Like millions of other Americans with autoimmune disorders, Veronica Garza’s physical and mental wellbeing necessitated a drastic shift away from many staple foods of the modern American diet. She’s no stranger to the discomfort and disappointment of eating an uninspired lettuce wrap amidst a table full of others feasting away on her former favorite dishes. But in an act of love and solidarity ingrained in their tight-knit family, Veronica’s parents and four siblings decided to adopt her new diet alongside her.

Coming from a long line of Mexican heritage, the Garza family lamented the absence of one item above all else: homemade tortillas.

“That’s the scene when I think of my grandmother. Of being a little girl standing on a chair helping her roll out the dough. The smell of fresh cooked tortillas, there’s nothing like it.”

Veronica began experimenting with alternative nutrient-rich ingredients and soon was producing grain-free tortillas and tortilla chips of a quality rivaling and even surpassing the ‘real’ things. The entire family recognized the need to share their authentic, healthy product. Together, the seven of them founded “Siete Foods,” which, in addition to chips and tortillas, now distributes queso, hot sauce, taco shells, and seasonings to over 12,000 stores across the nation.

Co-Founder & CEO Miguel, the youngest of the siblings, says working with the family is a huge blessing.

“Not a day goes by we don’t see each other. We have inherent trust in one another that’s only possible in a family setting.”

Miguel recognizes the Texan spirit of independence in all of his familial coworkers—each of whom contribute their unique skills and expertise—but he cites one of their guiding mottos as the true key to their success, “Juntos es mejor. Together is better. And I think the same is true for Texas as a whole.”

Q&A

  • In what ways does Texas influence you, your career, or your story?

Veronica: My upbringing as a Texan has played a huge part in my career and life story. My culture was very much influenced by the fact that I am a Mexican American who grew up in the border town of Laredo, Texas. Food has always been an important part of my culture. Whether at family dinners of tacos or quesadillas or gathering in friend’s backyards for a carne asada, tortillas, in particular, were always a staple in my life. After dealing with multiple autoimmune issues for many years, I changed my diet to remove grains in 2009, and I could no longer partake in many of the foods I loved, including tortillas. Understanding the importance of community and support, my whole family changed their diet with me, and we were all left without tortillas for a time. After too many lettuce-wrapped fajita “tacos” I decided to try to recreate a tortilla using grain-free, nutrient-dense ingredients. From this void, the almond flour tortilla was created, and years later our family business of Siete Family Foods was born.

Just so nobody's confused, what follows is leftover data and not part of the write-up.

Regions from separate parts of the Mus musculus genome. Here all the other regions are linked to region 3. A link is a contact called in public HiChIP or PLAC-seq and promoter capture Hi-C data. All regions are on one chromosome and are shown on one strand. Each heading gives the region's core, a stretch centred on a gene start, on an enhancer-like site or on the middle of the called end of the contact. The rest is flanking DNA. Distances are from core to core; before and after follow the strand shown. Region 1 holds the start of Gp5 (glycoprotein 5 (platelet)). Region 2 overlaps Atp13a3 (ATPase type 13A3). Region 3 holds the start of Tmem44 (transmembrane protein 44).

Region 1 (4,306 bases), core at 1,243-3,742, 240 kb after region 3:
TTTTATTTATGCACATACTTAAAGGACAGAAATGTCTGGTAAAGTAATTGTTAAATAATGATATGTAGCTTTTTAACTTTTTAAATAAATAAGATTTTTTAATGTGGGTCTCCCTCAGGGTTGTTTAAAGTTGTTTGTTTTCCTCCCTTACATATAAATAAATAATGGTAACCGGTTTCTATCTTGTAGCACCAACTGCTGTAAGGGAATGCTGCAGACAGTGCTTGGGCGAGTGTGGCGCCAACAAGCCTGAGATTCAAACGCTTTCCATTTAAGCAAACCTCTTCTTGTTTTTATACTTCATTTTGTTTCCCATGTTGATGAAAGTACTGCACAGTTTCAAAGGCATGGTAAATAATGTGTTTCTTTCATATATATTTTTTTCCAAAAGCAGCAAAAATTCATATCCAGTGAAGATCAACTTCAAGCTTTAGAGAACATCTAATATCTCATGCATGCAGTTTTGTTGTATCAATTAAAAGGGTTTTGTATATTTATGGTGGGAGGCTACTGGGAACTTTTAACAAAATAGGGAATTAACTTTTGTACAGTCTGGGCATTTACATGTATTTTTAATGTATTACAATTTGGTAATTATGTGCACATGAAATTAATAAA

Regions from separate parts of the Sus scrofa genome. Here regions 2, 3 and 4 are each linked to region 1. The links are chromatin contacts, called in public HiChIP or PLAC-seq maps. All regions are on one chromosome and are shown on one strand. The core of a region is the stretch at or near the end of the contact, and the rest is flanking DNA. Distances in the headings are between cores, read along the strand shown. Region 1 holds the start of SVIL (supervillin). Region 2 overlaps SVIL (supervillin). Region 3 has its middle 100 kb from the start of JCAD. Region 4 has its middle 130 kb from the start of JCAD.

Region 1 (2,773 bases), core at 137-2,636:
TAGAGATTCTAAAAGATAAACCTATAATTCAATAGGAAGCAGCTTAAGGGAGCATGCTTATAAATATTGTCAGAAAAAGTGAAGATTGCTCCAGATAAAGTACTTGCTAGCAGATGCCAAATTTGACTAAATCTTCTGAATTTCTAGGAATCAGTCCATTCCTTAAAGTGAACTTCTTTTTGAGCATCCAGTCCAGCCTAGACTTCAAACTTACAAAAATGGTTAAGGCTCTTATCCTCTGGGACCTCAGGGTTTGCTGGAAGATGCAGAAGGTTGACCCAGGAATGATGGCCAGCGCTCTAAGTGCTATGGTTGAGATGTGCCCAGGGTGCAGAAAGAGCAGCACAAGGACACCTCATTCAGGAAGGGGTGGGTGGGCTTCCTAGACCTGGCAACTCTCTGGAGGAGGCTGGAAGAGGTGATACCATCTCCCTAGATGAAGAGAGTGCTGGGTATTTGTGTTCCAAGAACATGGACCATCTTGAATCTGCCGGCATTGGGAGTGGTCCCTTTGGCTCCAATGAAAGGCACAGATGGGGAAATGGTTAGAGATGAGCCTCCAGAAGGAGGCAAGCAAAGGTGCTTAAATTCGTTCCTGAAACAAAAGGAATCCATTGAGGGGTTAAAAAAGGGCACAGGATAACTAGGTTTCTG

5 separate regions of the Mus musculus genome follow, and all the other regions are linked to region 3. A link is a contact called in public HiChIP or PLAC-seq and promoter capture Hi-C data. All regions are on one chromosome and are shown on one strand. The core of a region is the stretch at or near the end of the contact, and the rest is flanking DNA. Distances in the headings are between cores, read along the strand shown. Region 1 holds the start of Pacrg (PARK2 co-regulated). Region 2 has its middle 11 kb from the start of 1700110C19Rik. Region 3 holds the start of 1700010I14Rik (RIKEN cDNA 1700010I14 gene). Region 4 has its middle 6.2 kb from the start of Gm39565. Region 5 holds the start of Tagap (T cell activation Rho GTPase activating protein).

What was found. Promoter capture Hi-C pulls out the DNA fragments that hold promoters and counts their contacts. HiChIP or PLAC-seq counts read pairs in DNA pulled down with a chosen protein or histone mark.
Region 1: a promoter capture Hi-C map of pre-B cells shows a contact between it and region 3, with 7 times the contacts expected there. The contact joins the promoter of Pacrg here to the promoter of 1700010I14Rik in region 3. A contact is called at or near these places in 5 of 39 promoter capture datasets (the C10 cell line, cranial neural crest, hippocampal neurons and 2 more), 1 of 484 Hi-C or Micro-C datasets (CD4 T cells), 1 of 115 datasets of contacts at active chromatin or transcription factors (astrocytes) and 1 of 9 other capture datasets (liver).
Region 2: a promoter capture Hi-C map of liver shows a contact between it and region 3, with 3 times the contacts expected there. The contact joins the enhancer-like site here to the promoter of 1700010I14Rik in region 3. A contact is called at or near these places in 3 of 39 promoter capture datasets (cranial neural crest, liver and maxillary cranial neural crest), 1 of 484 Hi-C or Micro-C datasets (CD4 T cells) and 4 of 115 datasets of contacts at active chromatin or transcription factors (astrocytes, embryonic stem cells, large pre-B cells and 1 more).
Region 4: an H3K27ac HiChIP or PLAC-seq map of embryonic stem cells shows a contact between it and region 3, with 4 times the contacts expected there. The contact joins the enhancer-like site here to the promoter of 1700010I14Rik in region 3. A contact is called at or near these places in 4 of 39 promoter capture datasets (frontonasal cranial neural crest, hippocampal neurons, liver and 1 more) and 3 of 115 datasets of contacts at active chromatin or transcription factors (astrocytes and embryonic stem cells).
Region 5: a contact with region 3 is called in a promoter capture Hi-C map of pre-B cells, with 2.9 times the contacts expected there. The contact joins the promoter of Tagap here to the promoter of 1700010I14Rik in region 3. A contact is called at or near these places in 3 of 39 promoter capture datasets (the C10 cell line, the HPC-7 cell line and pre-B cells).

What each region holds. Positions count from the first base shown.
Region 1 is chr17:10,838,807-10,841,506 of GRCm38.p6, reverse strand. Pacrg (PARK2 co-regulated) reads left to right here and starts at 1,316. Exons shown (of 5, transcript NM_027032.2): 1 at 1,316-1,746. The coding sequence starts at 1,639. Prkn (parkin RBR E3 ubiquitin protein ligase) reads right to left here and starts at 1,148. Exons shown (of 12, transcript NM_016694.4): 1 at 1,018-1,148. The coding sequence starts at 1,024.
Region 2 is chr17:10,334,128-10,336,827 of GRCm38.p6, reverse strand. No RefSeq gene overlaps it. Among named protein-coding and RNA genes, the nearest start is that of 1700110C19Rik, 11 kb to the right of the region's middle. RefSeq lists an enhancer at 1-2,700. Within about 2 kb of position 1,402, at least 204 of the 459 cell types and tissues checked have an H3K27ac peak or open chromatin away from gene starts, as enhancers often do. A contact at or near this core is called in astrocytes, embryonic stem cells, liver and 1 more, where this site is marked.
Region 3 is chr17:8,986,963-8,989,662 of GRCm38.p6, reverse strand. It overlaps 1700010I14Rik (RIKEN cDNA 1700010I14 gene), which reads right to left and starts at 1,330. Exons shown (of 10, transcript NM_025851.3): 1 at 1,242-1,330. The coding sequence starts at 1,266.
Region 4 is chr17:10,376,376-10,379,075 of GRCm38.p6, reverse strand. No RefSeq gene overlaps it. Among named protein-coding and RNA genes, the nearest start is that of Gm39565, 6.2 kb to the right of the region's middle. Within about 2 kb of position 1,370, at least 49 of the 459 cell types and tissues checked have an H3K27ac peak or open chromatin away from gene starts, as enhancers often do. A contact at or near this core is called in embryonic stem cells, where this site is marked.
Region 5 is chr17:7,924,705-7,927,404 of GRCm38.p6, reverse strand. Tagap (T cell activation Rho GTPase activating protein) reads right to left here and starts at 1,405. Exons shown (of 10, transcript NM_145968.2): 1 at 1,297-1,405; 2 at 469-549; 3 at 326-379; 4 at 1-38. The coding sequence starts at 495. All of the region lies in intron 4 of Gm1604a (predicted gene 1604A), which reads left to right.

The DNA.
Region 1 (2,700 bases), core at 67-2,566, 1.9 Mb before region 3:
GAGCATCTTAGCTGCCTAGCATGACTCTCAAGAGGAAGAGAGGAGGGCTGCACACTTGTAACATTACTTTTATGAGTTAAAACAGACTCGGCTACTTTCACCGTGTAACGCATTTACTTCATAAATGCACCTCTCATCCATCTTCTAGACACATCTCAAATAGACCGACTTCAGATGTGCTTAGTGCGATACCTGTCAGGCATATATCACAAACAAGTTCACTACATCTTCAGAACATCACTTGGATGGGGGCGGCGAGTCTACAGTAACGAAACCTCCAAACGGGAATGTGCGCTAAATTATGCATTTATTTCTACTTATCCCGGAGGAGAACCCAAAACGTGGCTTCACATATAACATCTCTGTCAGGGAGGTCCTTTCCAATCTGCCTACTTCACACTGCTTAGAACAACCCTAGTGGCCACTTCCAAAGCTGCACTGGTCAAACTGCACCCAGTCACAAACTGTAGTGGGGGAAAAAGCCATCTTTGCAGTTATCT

Miguel: Growing up in Laredo, Texas and then heading to school in Austin, Texas really made me proud to be Mexican American. I grew up bleeding burnt orange (Hook ’Em!), and celebrating the weekend with carne asadas surrounded by friends and family. I’m shaped by the uniqueness of the Texas community.

  • How does an “independent spirit” play a role in your success?

Veronica: My definition of “independent spirit” means that I am willing to think outside the box, take risks, and do things differently. Creating an almond flour tortilla to solve a problem for myself, my family, and others and then continuing to create other products and a better-for-you, Mexican American food brand is something nobody has done before. I don’t believe having an independent spirit means that one must do these things independently, and without help from others. If that’s the definition, I don’t qualify to be in this magazine. I’m doing what I’m doing today because I did it with others and that is part of our success.

Miguel: I think you have to think a little differently–independently–in order to start a business. You have to see a problem and think it’s worth solving.

  • If you had an “Independent Spirit” motto what would that be?

Veronica: At Siete, we always say “Juntos es Mejor,” together is better. It’s not necessarily a motto of independence, but it’s a motto that has strengthened and supported us and inspired us to always be thoughtful and considerate of others in our innovation. Ultimately, I think it’s what sets us apart.

Miguel: Oddly, it’d be “Juntos es Mejor.” Having an independent spirit is important, but carrying that spirit with a group of people is what will really change the world. Together is Better!

  • What is your advice to young Texans who may look up to you?

Veronica: Believe in yourself and don’t be afraid to lean on others to help you get to where you want to go. All of your successes will be more fulfilling if you achieve them with others, and especially if they involve helping others. 

Miguel: Work hard, live well, and do everything with love. Have a team-first attitude, show up with your best self, and lift others up.


Read the stories of the six other Texans who are breaking boundaries across the Lone Star State here.

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